Koren and Zumpano each identified several nutrients that can be harder to obtain on a plant-based diet. If you only stick to the diet for a month, Zumpano said, it is unlikely that you’ll develop deficiencies in that time. But if you commit to it long-term, you might want to plan your meals and take supplements to ensure you’re consuming the recommended daily amounts.
“You want to plan a source of plant-based protein at every meal,” Zumpano said. Someone who eats meat could eat one or two larger pieces of meat throughout the day to adequately meet their protein needs. “But when you’re having plant-based protein, you do have to eat a larger volume to get in the amount you need, so it has to be properly spread out throughout the day.”
High-protein vegan foods include beans, legumes, tofu, tempeh, edamame, soy milk, hemp seeds, chia seeds, nuts, peas, grains, rice and most mock meats.
Since it’s only found in animal products, vegans must consume Vitamin B12 through fortified foods or supplements. Koren says a 500 microgram supplement once a week is usually sufficient. Foods fortified with B12 may include plant milks, cereals and nutritional yeast, which is a “cheesy” powder popular among vegans.
“I encourage [nutritional yeast] as a seasoning for vegans because it’s fortified with other B vitamins – you get more than just the B12 – and it’s a nice cheese alternative,” Zumpano said. “You get other vitamins and minerals from it, and it’s also a source of protein, [and] it’s very low in sodium and fat.”
“I don’t think I would segregate a plant-based diet as being more likely deficient in Vitamin D,” Zumpano said. “I think, in general, the American population is deficient in Vitamin D.”
In addition to getting Vitamin D from direct sunlight – which is not preferred, since sun exposure can lead to skin damage or skin cancer – it is present in fortified plant milks and some wild mushrooms, Koren said.
Many plant milks and some blocks of tofu are fortified with calcium. Tahini is high in calcium, along with some dark leafy greens – but you would have to eat a large volume of them to reach the daily recommendations.
Iron, which Koren said is especially a concern for women, can be found in dried beans, peas, lentils, pumpkin seeds, sesame seeds, hemp seeds, flax seeds and fortified grains.
Since the iron in plant foods is “non-heme” – as opposed to the heme iron in meat – Koren recommends eating them alongside foods rich in Vitamin C, such as bell peppers or citrus fruits, to increase absorption.
Zinc is found in beans, whole grains, wheat germ and fortified cereals, Zumpano said.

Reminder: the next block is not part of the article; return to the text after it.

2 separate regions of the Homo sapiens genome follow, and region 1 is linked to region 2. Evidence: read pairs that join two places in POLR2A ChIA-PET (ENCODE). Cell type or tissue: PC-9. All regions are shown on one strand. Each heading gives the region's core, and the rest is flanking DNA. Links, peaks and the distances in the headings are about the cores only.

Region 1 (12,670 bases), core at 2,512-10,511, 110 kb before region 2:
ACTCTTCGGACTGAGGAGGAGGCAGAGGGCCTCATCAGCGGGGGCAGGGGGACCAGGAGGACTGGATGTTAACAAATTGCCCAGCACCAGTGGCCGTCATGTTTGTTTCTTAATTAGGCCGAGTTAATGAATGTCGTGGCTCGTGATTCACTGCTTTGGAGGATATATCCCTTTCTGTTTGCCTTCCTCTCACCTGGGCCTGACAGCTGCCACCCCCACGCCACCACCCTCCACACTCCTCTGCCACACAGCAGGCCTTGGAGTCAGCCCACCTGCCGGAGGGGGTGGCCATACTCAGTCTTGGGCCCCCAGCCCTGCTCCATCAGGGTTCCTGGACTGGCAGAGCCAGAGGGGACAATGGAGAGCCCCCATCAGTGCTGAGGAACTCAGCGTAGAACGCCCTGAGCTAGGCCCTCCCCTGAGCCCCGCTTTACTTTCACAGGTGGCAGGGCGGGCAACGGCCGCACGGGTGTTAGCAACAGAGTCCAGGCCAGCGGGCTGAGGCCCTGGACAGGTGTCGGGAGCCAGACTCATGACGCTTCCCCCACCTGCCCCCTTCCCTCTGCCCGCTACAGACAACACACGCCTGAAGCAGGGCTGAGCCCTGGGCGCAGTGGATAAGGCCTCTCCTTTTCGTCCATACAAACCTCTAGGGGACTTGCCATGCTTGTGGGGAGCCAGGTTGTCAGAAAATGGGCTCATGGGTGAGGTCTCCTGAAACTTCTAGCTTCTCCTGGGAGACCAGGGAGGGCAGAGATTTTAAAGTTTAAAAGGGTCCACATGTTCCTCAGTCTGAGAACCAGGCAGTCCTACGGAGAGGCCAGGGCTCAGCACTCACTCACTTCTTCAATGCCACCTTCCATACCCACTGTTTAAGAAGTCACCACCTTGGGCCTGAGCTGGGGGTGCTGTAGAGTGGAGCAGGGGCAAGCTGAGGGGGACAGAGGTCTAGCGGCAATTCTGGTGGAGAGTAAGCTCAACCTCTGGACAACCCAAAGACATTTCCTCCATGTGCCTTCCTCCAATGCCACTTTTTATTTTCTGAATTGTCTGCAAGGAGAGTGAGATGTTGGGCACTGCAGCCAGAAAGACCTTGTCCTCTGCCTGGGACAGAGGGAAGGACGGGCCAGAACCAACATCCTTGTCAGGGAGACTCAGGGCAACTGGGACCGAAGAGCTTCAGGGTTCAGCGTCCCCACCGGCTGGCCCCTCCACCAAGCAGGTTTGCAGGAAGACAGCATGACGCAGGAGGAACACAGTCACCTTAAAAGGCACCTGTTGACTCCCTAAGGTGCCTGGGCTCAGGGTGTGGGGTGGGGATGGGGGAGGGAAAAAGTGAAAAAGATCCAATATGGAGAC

Omega-3 fatty acids, commonly associated with fish, can be found in chia seeds, flax seeds, hemp seeds and walnuts.
While vegans might be concerned about consuming sufficient amounts of the aforementioned nutrients, they might want to be mindful they don’t eat too much fiber. A person on the standard American diet consumes about 10 to 15 grams of fiber per day, which is below the recommended daily amount of 25 to 30 grams. Vegans, on the other hand, average about 46 grams of fiber a day, according to a 2013 study.
“Going from 10 to 40 [grams per day] is a really big change, and you’re going to have a lot of GI (gastrointestinal) effects from that,” Zumpano said. “Some people do great; some people, it does affect their guts significantly. Most people would know their body’s response to things. If you’ve responded to a high-fiber meal in the past pretty aggressively, then you want to be cautious on how you increase your fiber intake.”
During the holidays, people tend to have especially low fiber intake, Zumpano added. So, it might be worth taking a fiber supplement in the days and weeks leading up to transitioning to a plant-based diet at the beginning of the new year. You could also eat mock meats, which are typically lower in fiber than whole protein sources, such as beans.
5. Plan your meals.
The American Dietetic Association states that “appropriately planned” vegan diets are healthful, nutritionally adequate and can provide health benefits in the prevention and treatment of certain diseases. But the operative phrase is “appropriately planned.”
It might be helpful to track your meals or calculate their nutritive makeup in advance by using a food-logging website or app, such as Cronometer or MyFitnessPal. Such tools can allow you to gauge whether you’re eating too much or too little of certain foods, and adjust accordingly.
Planning meals in advance can also make eating more convenient, and thus, make it easier to stick to a plant-based lifestyle.
“Frequently, people simply don’t have time to cook every day,” Koren said, recommending that people try batch cooking or meal prepping once a week or every few days.
6. Have fun!
A plant-based diet is inherently restrictive – it excludes entire food groups. But it doesn’t have to feel restrictive. There are certainly fruits, vegetables and other plant foods that you haven’t tried. Your next favorite food might be pasta with nutritional yeast sprinkled on top, buffalo tempeh wings or jackfruit tacos.
There might be new-to-you vegan dishes that would be fun to cook at home, or that you can order from a local restaurant. Cleveland.com has a list of some of Cleveland’s best vegan-friendly restaurants.
“Try to have fun with it, and have a positive attitude,” Zumpano said.